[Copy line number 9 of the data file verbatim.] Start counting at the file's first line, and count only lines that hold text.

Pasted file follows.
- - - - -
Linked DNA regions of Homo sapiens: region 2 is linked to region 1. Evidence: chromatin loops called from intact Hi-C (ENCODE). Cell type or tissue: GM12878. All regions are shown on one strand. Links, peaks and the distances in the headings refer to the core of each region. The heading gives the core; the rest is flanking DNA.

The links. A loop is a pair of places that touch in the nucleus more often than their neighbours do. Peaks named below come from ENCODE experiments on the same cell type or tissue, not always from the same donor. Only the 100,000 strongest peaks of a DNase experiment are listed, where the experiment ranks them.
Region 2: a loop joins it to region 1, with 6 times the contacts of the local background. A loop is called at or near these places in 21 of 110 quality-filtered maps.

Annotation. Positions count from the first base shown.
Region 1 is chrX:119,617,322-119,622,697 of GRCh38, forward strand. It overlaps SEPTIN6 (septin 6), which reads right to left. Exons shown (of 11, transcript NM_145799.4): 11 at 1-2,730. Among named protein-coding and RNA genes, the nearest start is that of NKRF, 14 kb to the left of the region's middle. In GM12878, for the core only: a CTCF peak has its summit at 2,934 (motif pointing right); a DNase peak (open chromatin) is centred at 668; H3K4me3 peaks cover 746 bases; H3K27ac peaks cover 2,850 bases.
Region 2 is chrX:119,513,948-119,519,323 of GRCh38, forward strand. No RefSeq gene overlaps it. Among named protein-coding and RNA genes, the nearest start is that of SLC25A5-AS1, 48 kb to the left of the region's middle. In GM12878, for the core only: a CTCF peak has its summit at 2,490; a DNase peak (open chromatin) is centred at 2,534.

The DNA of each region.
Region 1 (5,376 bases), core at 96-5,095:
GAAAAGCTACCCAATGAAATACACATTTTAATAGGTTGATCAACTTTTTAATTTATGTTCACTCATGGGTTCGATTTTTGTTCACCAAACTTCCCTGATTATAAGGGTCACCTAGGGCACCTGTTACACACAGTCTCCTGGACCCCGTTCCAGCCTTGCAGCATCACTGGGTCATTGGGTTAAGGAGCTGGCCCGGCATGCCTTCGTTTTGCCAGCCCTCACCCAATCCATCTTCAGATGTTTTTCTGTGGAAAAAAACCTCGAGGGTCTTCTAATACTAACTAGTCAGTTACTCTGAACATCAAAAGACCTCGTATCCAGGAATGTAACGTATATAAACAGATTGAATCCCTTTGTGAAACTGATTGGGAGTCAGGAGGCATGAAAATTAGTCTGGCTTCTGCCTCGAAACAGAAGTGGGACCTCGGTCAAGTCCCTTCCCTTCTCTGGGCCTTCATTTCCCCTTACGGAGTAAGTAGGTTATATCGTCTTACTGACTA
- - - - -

GAAAAGCTACCCAATGAAATACACATTTTAATAGGTTGATCAACTTTTTAATTTATGTTCACTCATGGGTTCGATTTTTGTTCACCAAACTTCCCTGATTATAAGGGTCACCTAGGGCACCTGTTACACACAGTCTCCTGGACCCCGTTCCAGCCTTGCAGCATCACTGGGTCATTGGGTTAAGGAGCTGGCCCGGCATGCCTTCGTTTTGCCAGCCCTCACCCAATCCATCTTCAGATGTTTTTCTGTGGAAAAAAACCTCGAGGGTCTTCTAATACTAACTAGTCAGTTACTCTGAACATCAAAAGACCTCGTATCCAGGAATGTAACGTATATAAACAGATTGAATCCCTTTGTGAAACTGATTGGGAGTCAGGAGGCATGAAAATTAGTCTGGCTTCTGCCTCGAAACAGAAGTGGGACCTCGGTCAAGTCCCTTCCCTTCTCTGGGCCTTCATTTCCCCTTACGGAGTAAGTAGGTTATATCGTCTTACTGACTA